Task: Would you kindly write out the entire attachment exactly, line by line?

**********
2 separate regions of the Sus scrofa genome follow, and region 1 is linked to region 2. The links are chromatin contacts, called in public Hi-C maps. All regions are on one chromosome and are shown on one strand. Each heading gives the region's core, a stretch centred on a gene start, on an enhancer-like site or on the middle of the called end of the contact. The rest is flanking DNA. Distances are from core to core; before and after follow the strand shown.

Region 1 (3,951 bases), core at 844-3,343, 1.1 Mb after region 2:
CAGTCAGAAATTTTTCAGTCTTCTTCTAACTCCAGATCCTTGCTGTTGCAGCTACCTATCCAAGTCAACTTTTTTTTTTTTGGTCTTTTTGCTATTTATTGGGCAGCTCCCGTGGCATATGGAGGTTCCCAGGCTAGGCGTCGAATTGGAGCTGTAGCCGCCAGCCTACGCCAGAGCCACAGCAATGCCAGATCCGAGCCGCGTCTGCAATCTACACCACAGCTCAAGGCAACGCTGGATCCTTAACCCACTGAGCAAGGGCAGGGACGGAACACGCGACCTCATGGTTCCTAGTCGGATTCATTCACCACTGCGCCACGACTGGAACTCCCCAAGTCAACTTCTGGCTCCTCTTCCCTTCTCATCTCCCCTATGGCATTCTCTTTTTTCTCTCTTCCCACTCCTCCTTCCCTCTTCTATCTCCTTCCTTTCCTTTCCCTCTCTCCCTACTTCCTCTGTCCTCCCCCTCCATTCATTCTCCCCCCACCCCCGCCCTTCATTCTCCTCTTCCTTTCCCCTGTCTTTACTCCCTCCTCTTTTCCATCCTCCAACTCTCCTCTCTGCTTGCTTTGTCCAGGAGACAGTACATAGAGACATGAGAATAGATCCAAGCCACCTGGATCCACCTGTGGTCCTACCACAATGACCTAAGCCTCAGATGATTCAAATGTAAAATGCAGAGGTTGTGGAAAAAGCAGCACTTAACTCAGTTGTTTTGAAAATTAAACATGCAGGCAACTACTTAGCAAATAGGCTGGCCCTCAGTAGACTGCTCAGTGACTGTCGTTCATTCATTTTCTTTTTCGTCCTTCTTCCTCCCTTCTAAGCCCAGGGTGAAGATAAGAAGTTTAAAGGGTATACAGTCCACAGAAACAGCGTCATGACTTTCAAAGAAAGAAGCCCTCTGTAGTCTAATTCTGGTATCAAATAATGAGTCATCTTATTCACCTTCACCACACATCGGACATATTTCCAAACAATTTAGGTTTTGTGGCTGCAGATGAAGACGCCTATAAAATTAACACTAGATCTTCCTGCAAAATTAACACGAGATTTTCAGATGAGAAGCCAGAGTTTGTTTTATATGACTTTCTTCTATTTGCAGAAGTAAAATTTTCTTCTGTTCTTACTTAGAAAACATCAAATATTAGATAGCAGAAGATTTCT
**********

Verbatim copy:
2 separate regions of the Sus scrofa genome follow, and region 1 is linked to region 2. The links are chromatin contacts, called in public Hi-C maps. All regions are on one chromosome and are shown on one strand. Each heading gives the region's core, a stretch centred on a gene start, on an enhancer-like site or on the middle of the called end of the contact. The rest is flanking DNA. Distances are from core to core; before and after follow the strand shown.

Region 1 (3,951 bases), core at 844-3,343, 1.1 Mb after region 2:
CAGTCAGAAATTTTTCAGTCTTCTTCTAACTCCAGATCCTTGCTGTTGCAGCTACCTATCCAAGTCAACTTTTTTTTTTTTGGTCTTTTTGCTATTTATTGGGCAGCTCCCGTGGCATATGGAGGTTCCCAGGCTAGGCGTCGAATTGGAGCTGTAGCCGCCAGCCTACGCCAGAGCCACAGCAATGCCAGATCCGAGCCGCGTCTGCAATCTACACCACAGCTCAAGGCAACGCTGGATCCTTAACCCACTGAGCAAGGGCAGGGACGGAACACGCGACCTCATGGTTCCTAGTCGGATTCATTCACCACTGCGCCACGACTGGAACTCCCCAAGTCAACTTCTGGCTCCTCTTCCCTTCTCATCTCCCCTATGGCATTCTCTTTTTTCTCTCTTCCCACTCCTCCTTCCCTCTTCTATCTCCTTCCTTTCCTTTCCCTCTCTCCCTACTTCCTCTGTCCTCCCCCTCCATTCATTCTCCCCCCACCCCCGCCCTTCATTCTCCTCTTCCTTTCCCCTGTCTTTACTCCCTCCTCTTTTCCATCCTCCAACTCTCCTCTCTGCTTGCTTTGTCCAGGAGACAGTACATAGAGACATGAGAATAGATCCAAGCCACCTGGATCCACCTGTGGTCCTACCACAATGACCTAAGCCTCAGATGATTCAAATGTAAAATGCAGAGGTTGTGGAAAAAGCAGCACTTAACTCAGTTGTTTTGAAAATTAAACATGCAGGCAACTACTTAGCAAATAGGCTGGCCCTCAGTAGACTGCTCAGTGACTGTCGTTCATTCATTTTCTTTTTCGTCCTTCTTCCTCCCTTCTAAGCCCAGGGTGAAGATAAGAAGTTTAAAGGGTATACAGTCCACAGAAACAGCGTCATGACTTTCAAAGAAAGAAGCCCTCTGTAGTCTAATTCTGGTATCAAATAATGAGTCATCTTATTCACCTTCACCACACATCGGACATATTTCCAAACAATTTAGGTTTTGTGGCTGCAGATGAAGACGCCTATAAAATTAACACTAGATCTTCCTGCAAAATTAACACGAGATTTTCAGATGAGAAGCCAGAGTTTGTTTTATATGACTTTCTTCTATTTGCAGAAGTAAAATTTTCTTCTGTTCTTACTTAGAAAACATCAAATATTAGATAGCAGAAGATTTCT